The news: For the first time in history on Sunday, Islamic prayers and readings from the Quran were heard at the Vatican. The prayers were part of a somewhat unusual summit between leaders of Israel and Palestine at the Vatican to try to bring peace to the embattled area.
Pope Francis invited Israeli President Shimon Peres and Palestinian leader Mahmud Abbas to pray together in what was largely a symbolic gesture to foster dialogue. It will not likely have any immediate or tangible effect.
Francis has specifically turned his attention to the Middle East recently after tensions came to a boil after a new Palestinian government was formed with the backing of the Islamist group Hamas and Israel's announcement of plans to build 3,200 new settler homes. On Saturday, in preparation for the summit, the pope tweeted:
Followed on Sunday by:
The scene in St. Peter's Square during the summit on Sunday. Image Credit: AP
Realistic expectations: Though Francis has been known for his forward thinking since his papacy began last March, he and the Vatican are very aware of the complexities of the Israel-Palestine conflict and have set their expectations accordingly.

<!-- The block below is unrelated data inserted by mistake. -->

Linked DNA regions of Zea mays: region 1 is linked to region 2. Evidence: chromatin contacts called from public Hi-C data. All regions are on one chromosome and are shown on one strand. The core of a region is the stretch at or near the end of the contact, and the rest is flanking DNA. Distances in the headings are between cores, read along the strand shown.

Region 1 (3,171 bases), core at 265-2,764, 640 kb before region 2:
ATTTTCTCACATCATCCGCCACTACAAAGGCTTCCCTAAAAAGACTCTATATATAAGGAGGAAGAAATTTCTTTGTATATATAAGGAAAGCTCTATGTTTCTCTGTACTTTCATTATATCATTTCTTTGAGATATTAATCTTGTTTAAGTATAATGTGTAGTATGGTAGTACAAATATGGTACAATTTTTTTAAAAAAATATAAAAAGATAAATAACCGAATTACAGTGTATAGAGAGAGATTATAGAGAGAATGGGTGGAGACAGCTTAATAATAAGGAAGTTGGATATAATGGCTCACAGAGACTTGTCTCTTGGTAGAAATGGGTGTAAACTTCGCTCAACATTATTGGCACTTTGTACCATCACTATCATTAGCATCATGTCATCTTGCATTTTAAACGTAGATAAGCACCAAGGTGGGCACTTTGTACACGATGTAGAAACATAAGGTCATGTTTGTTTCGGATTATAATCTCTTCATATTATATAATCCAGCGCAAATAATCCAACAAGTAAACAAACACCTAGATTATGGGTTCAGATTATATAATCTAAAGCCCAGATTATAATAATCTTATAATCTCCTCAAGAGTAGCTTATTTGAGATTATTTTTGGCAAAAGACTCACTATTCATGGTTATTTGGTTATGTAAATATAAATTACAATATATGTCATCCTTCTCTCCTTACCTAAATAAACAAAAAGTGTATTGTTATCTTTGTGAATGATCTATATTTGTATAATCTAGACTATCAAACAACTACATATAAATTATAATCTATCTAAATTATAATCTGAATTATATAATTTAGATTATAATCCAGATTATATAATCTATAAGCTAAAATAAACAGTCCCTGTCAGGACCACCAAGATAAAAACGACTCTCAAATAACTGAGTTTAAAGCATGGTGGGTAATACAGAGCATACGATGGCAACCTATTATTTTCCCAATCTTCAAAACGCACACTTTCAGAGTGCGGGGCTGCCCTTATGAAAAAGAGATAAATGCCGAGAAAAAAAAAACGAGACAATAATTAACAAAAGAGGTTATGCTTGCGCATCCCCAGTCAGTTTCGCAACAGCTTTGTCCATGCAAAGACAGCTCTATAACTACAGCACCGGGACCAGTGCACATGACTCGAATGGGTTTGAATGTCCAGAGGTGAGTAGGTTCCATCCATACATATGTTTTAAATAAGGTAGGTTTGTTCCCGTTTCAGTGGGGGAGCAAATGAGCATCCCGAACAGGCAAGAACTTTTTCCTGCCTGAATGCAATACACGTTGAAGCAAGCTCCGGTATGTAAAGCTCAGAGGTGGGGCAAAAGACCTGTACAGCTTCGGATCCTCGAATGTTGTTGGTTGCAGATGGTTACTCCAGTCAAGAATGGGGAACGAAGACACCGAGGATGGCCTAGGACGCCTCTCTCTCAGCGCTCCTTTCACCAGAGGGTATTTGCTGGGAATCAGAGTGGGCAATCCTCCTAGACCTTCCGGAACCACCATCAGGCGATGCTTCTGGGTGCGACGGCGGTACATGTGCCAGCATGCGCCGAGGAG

"Nobody is fooling themselves that peace will break out in the Holy Land," Father Pierbattista Pizzaballa, the head of the Franciscan Order in the Middle East who is organizing the historic event in the Vatican Gardens, told AFP. "But this time to stop and breathe has been absent for some time. The pope wants to look beyond, upwards. Not everything is decided by politics."
Francis himself noted that it would be "crazy" to expect a Vatican summit to solve the conflict, but added that praying together might help in some way. The Vatican reportedly called the meeting as an "invocation for peace," stressing that it will not be an "inter-religious prayer," which could pose problems for the Christian, Jewish and Muslim communities taking part.
A "cool" pope: Unrestrained by politics and recent historical precedent, Pope Francis has been making a name for himself as an active pontiff in the Vatican. From his "Who am I to judge?" line regarding gay priests in the Church to his decision not to live in the extravagant and ornate Apostolic Palace, Francis has been forward thinking and utilizing the Vatican's massive voice and power positively.
Regarding the Middle East, Sunday's summit is just another step in his efforts to bring some peace to the area. In late May, Francis made his first trip to the Holy Land and again made history when he prayed at the Israeli West Bank barrier.
"For decades the Middle East has known the tragic consequences of a protracted conflict which has inflicted many wounds so difficult to heal," Francis reportedly said at the time. "Even in the absence of violence, the climate of instability and a lack of mutual understanding have produced insecurity, the violation of rights, isolation and the flight of entire communities, conflicts, shortages and sufferings of every sort."
Image Credit: AP